BLITZER: It's not over until it's over, as they say. Let me play another clip, Rachel, from your exclusive interview with Adam Silver, the commissioner of the NBA. And you asked him some tough questions about why the NBA didn't they go after Donald Sterling for previous allegations of sexual harassment, among other things. Listen to what he told you.


SILVER: I don't have a good answer for that, only to say that I wasn't at the league during that time, so I don't want to run from it, but maybe there's just a different standard in today's society. I can't even say that we were ever even having that discussion. It doesn't come to our attention that way and it may have been beyond our authority.


BLITZER: He seemed also to suggest social media now is playing a much more significant role in all of these things. What's your take?

NICHOLS: Well, he does have a point. Look, the public mushrooming reaction that happened through social media and then therefore was fed upon us through more traditional social media created more of a call to action. It got players more energized to do something.

It also spreads information a lot more quickly. We all got to see the past lawsuits, the discrimination lawsuits about the apartment buildings that he owned and the sexual harassment allegations against him. We could punch up on our computers and call up the videotaped depositions of women saying what he had said and done with them and discrimination allegations in the past.

And what I said to Adam is, look, you had all of these witness statements and could you not have investigated them like you investigated this tape? Just because Donald Sterling had the money to settle these cases without findings of fault and make these cases basically go away doesn't mean that there was nothing wrong here.

And he was great about considering that possibility and saying, "Hey, it's a different time now, and we're happy about the action that we took at this time."

But he considered the possibility that maybe they should have done more in the past and, you know, you like -- you like someone leading the league who is at least taking some responsibility, having accountability, and being honest. And I think that's what people respond to so well with Adam Silver, is that he is candid; he's honest. He's not just putting up a P.R. front, and he's doing it again.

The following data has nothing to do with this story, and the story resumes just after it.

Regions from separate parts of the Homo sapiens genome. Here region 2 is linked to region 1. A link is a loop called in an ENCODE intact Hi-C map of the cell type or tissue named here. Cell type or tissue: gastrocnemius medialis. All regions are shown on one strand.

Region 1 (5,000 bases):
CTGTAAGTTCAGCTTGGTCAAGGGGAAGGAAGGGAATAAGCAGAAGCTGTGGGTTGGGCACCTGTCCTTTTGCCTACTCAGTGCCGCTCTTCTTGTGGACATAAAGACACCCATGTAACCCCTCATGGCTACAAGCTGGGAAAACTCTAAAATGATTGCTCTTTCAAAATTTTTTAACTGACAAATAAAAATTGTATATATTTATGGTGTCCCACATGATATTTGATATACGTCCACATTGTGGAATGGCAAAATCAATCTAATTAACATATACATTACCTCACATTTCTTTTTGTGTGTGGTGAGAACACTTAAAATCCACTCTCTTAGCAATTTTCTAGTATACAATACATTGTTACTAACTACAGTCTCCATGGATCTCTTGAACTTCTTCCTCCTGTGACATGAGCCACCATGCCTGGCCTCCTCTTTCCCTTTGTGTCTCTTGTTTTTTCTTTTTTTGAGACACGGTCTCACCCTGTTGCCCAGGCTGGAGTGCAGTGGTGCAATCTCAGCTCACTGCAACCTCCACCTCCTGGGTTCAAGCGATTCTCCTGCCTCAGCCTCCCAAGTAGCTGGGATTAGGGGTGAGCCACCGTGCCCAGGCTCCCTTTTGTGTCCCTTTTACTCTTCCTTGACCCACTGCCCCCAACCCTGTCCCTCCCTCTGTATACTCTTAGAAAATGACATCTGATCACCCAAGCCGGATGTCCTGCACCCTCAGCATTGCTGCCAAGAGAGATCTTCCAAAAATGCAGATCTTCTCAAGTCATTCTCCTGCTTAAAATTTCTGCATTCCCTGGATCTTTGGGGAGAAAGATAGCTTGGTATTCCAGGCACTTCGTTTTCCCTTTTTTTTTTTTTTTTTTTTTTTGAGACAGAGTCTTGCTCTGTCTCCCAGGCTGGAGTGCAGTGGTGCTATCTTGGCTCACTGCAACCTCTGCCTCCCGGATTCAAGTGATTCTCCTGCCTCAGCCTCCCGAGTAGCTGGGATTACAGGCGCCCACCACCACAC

LEMON: But, Rachel, Rachel, that was all public knowledge. All those lawsuits are public knowledge. If you wanted to, you could get -- you know, go see depositions. If the media wanted, they could do FOI request, Freedom of Information. They could have done that. But I -- what it sounds like he's saying, and maybe he's right, is that just either the public or the media, or whatever was happening in L.A., everyone was kind of lazy and they really didn't care about it until there was a public outcry that came from this.

They just could not, you know, get around. And so if it hadn't been for social media, I think it's right, maybe there wouldn't be a nationwide or a worldwide reaction to it but people there in Los Angeles certainly knew about Donald Sterling.

NICHOLS: Yes. And absolutely. And he brought up the fact that even Magic Johnson has said hey, we should have paid more attention as players to Elgin Baylor when he brought his discrimination suit, even though again that suit was dismissed. The fact that Magic said, hey, as players, we didn't pick up that rallying cry as well as we should have. It's a different time now. Players now can talk to each other through social media and texting in a way maybe they couldn't 10, 15 years ago. And they can create more of a consensus.